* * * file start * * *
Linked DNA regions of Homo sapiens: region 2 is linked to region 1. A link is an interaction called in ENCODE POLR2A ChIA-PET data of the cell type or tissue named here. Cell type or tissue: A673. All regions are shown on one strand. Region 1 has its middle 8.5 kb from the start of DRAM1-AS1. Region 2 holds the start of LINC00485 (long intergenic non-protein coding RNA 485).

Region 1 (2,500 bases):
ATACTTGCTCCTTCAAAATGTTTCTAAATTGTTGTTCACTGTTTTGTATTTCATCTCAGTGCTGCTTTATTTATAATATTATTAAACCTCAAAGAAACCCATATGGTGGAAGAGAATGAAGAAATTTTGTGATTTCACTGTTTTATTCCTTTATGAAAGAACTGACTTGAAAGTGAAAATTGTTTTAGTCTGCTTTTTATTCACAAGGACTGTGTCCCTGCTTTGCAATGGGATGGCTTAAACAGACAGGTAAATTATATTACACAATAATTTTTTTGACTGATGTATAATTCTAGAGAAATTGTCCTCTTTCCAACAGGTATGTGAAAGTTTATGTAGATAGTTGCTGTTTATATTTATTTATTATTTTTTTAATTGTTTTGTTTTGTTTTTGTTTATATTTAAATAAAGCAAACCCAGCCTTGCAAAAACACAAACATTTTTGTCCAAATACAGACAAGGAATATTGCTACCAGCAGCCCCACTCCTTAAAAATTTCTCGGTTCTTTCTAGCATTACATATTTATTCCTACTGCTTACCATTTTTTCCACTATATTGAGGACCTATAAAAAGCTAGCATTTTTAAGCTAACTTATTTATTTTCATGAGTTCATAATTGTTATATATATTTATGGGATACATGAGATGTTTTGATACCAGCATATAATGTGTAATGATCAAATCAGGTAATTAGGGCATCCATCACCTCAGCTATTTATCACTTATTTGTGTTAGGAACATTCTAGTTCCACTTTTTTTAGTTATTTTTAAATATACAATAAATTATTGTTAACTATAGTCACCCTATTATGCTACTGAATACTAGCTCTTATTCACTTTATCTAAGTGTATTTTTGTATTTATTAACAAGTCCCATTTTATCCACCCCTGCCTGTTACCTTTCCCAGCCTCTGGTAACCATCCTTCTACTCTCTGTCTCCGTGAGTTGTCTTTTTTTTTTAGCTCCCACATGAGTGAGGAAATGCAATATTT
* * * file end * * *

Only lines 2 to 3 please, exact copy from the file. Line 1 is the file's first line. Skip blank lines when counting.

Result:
Region 1 (2,500 bases):
ATACTTGCTCCTTCAAAATGTTTCTAAATTGTTGTTCACTGTTTTGTATTTCATCTCAGTGCTGCTTTATTTATAATATTATTAAACCTCAAAGAAACCCATATGGTGGAAGAGAATGAAGAAATTTTGTGATTTCACTGTTTTATTCCTTTATGAAAGAACTGACTTGAAAGTGAAAATTGTTTTAGTCTGCTTTTTATTCACAAGGACTGTGTCCCTGCTTTGCAATGGGATGGCTTAAACAGACAGGTAAATTATATTACACAATAATTTTTTTGACTGATGTATAATTCTAGAGAAATTGTCCTCTTTCCAACAGGTATGTGAAAGTTTATGTAGATAGTTGCTGTTTATATTTATTTATTATTTTTTTAATTGTTTTGTTTTGTTTTTGTTTATATTTAAATAAAGCAAACCCAGCCTTGCAAAAACACAAACATTTTTGTCCAAATACAGACAAGGAATATTGCTACCAGCAGCCCCACTCCTTAAAAATTTCTCGGTTCTTTCTAGCATTACATATTTATTCCTACTGCTTACCATTTTTTCCACTATATTGAGGACCTATAAAAAGCTAGCATTTTTAAGCTAACTTATTTATTTTCATGAGTTCATAATTGTTATATATATTTATGGGATACATGAGATGTTTTGATACCAGCATATAATGTGTAATGATCAAATCAGGTAATTAGGGCATCCATCACCTCAGCTATTTATCACTTATTTGTGTTAGGAACATTCTAGTTCCACTTTTTTTAGTTATTTTTAAATATACAATAAATTATTGTTAACTATAGTCACCCTATTATGCTACTGAATACTAGCTCTTATTCACTTTATCTAAGTGTATTTTTGTATTTATTAACAAGTCCCATTTTATCCACCCCTGCCTGTTACCTTTCCCAGCCTCTGGTAACCATCCTTCTACTCTCTGTCTCCGTGAGTTGTCTTTTTTTTTTAGCTCCCACATGAGTGAGGAAATGCAATATTT